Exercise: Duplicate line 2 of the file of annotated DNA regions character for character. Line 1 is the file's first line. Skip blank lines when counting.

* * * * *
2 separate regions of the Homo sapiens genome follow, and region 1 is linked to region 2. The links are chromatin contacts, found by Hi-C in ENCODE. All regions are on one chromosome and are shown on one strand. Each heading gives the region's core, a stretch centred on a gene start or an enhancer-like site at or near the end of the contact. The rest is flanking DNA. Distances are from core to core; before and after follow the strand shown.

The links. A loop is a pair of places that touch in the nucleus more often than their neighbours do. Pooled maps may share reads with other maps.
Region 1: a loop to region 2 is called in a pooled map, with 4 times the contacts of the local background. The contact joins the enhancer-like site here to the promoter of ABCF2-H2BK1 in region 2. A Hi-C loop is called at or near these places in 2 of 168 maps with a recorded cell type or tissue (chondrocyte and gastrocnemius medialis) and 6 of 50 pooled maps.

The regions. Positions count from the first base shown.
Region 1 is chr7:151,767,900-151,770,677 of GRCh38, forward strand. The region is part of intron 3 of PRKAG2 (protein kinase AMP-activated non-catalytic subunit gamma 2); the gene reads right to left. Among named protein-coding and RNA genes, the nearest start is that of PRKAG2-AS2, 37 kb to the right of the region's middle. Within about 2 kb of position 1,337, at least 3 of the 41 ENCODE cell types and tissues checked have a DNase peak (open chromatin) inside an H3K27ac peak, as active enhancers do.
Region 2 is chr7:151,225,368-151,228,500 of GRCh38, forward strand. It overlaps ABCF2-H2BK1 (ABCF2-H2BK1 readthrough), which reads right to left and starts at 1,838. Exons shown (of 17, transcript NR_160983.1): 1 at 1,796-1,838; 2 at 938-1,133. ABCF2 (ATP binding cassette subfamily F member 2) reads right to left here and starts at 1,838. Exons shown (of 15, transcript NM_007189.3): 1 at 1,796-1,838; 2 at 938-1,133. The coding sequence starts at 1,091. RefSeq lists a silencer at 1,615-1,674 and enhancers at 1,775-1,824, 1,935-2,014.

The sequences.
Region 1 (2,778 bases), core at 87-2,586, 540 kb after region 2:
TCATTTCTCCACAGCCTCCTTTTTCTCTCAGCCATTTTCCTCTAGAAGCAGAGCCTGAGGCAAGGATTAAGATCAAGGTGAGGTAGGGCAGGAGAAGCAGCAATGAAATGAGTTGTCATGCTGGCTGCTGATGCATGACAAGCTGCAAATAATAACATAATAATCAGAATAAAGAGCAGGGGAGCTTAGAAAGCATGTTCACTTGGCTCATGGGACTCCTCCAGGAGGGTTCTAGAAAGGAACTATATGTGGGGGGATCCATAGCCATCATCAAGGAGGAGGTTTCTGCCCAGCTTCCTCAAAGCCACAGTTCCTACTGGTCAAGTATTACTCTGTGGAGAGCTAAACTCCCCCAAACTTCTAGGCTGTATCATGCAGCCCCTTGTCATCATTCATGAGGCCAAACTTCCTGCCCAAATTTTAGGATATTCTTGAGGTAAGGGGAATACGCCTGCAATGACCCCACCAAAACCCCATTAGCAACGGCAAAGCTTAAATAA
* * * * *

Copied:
The links. A loop is a pair of places that touch in the nucleus more often than their neighbours do. Pooled maps may share reads with other maps.